Being good Americans, rather than save this money, Joe and Jane support the American worker by buying a new Buick SUV on 48 month paper (just about $716/mo).

    For the sake of this argument, we will also assume that the aforementioned rescue program is a raging success, so the housing market bottoms in May 2009. Thanks to a leveling in forecloses, supply becomes constant. There’s no appreciation, but the market has bottomed. The recession begins to ease, and prices remain steady for the foreseeable future.

    Where does this leave Joe and Jane? Assuming that everyone remains employed and continues to work hard, Joe and Jane will break even on their house in January of 2013. Selling the house is another matter. Assuming a 5% disposal cost on the $336,000 house, Joe and Jane can walk away from their obligation debt free at a dry closing in December of 2014.

    Now, about the lender. They are currently holding a $366,000 note on a $336,000 asset. They are happy about Joe and Jane’s 2009 refinancing. Had the couple kept their original loan, they would have owed $305,000 in December of 2014. Under the new loan, incentives included, they will owe $317,000.

    By convincing Joe and Jane to take the new note, they reduce their interest charges by $31,248, but have managed to have Joe and Jane pay back the $32,000 in lost equity. Factoring in the $1,000 the bank gets for the loan modification, and the 3 years of “pay for success” inducements at $1000/yr, the bank actually makes $4752 on the deal.

    But wait, there’s more. By paying on time, Joe and Jane get their $1000 in annual incentives for 5 years, courtesy of Uncle Sam.

    The bottom line: you and I just spent $9752 to keep Joe and Jane in the home that they would have probably continued to pay on anyway. The only party that did well was the lender.

    If there’s any degree of comfort in this, it’s that it’s the rosy scenario. There aren’t many Joes and Janes out there with 740 FICO scores and 20% down payments. A sizeable number of people who bought recently did so without the benefit of a down payment or a 740 FICO score. For those people, they aren’t holding the bag for the $112,000 in lost down payment and equity. The lender is. Those people should walk away from their “investments” immediately.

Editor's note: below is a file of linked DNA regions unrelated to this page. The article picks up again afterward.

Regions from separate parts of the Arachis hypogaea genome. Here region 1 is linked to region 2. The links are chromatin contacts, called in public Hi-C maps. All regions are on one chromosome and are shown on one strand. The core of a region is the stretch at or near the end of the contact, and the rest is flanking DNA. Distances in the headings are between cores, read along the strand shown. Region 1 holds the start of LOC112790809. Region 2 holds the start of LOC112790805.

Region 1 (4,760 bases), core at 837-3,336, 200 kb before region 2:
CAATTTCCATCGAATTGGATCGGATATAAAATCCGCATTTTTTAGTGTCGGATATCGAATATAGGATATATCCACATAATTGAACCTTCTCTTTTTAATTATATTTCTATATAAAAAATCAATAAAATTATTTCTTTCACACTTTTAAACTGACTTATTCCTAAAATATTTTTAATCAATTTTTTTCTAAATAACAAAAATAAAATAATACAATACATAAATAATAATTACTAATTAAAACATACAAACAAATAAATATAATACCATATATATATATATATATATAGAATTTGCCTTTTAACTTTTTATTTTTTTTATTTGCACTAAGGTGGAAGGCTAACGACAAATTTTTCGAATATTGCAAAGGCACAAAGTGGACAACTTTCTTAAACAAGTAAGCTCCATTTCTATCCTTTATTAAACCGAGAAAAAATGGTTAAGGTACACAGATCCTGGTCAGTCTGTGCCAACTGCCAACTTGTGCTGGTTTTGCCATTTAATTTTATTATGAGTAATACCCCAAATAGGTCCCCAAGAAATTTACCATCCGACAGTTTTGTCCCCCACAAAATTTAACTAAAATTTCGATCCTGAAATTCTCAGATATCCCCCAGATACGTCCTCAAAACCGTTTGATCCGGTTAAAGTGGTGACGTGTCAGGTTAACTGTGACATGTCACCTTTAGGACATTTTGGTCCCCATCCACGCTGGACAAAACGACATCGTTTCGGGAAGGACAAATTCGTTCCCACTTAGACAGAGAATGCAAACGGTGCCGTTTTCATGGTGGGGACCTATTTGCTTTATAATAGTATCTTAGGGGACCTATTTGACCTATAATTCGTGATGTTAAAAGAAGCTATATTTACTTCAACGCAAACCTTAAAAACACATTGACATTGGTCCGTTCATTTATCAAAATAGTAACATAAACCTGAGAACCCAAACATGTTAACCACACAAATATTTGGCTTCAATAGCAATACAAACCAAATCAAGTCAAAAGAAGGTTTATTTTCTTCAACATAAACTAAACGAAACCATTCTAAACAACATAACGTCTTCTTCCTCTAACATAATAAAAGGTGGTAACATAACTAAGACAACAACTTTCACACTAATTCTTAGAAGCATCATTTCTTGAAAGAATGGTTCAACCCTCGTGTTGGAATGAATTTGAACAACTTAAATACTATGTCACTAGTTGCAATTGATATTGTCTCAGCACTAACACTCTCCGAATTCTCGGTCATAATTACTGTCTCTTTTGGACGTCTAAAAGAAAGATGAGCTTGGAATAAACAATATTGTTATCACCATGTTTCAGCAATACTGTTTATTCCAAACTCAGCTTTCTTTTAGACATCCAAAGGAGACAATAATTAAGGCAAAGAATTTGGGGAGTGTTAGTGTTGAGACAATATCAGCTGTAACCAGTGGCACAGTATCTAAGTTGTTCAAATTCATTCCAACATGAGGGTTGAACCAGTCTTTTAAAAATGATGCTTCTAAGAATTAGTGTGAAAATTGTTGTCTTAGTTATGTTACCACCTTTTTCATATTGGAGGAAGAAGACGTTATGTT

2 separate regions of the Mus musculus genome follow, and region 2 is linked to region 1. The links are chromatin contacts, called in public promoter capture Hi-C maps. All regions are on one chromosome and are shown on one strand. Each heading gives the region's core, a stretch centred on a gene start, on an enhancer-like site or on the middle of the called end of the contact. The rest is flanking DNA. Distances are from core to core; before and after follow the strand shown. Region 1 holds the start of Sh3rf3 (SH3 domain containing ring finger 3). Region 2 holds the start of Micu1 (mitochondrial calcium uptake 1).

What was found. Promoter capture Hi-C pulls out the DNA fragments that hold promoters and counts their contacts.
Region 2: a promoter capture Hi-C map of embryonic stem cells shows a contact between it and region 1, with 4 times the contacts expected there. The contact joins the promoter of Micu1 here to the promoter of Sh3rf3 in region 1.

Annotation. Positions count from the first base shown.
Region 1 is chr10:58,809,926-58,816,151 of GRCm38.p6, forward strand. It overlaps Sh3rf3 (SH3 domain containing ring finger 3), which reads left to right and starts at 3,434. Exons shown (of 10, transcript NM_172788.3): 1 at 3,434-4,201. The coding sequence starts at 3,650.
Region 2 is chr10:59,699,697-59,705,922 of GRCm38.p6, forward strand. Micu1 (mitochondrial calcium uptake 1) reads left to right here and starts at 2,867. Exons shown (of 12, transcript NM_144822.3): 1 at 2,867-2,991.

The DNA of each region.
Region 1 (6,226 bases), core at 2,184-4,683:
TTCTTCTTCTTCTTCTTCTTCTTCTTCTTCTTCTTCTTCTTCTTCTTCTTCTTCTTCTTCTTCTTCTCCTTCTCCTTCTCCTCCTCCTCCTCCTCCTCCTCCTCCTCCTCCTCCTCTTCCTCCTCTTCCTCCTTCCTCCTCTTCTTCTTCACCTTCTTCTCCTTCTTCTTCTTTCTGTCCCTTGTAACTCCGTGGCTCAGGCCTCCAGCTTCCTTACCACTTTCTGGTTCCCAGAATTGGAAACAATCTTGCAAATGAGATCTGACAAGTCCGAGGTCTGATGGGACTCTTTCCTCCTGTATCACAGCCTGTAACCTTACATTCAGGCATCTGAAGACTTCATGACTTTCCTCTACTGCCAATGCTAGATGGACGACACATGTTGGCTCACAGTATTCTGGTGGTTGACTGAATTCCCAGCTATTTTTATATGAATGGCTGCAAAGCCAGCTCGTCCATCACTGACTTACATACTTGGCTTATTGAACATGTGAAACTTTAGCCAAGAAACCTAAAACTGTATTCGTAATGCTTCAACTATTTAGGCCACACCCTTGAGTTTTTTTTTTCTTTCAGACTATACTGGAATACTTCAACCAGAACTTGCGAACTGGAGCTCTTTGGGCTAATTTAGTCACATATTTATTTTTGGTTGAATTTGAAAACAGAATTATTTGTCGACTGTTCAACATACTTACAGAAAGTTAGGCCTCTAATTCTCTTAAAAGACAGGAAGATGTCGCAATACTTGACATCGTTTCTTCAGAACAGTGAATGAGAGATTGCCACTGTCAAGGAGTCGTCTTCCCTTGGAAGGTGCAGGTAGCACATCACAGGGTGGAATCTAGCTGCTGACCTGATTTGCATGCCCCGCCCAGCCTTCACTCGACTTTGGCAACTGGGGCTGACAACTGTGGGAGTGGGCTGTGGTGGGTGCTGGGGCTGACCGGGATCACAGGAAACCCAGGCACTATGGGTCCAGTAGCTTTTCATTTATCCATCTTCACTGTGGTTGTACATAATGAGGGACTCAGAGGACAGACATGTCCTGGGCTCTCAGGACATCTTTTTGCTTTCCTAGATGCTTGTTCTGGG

Joe and Jane should walk away too, but they may not. Old habits are hard to break. At least that’s what the Powers That Be are hoping.

    We shall see.

  • 58% foreclosures, 42% short sales.

  • I love this site, truly. But I’m confused. A coworker put her home in Hermosa Beach on the market and said she had an offer in one week. She says it’s a done deal and has made an offer on anther home in San Clemente. Her realtor told her that home sales in OC are up 50 percent.
    I’m just a renter waiting for prices to become more affordable so her story doesn’t seem to add up with all the stories in the news and on this blog. Is she just lucky?

  • AnnS, you are incorrect, eliminating debt would be quite easy.

    Step one, nationalize the banks. Step two, do whatever you want, since it is now government property. In a proper mortgage Jubilee, renters will also be given property that is currently abandoned/empty, and they will benefit as well from lower rents.

    To avoid nationalization and legal challenge, the federal government could also simply write checks to cover the value of the debt.

    The alternative is the chaos and panic of an uncontrolled and rolling crash, which we are now seeing. You tell me which is a better choice.

  • Agreed. Only the worst parts are affordable to the richest that live there. The medium and better parts are still outrageously unaffordable compared with local rents.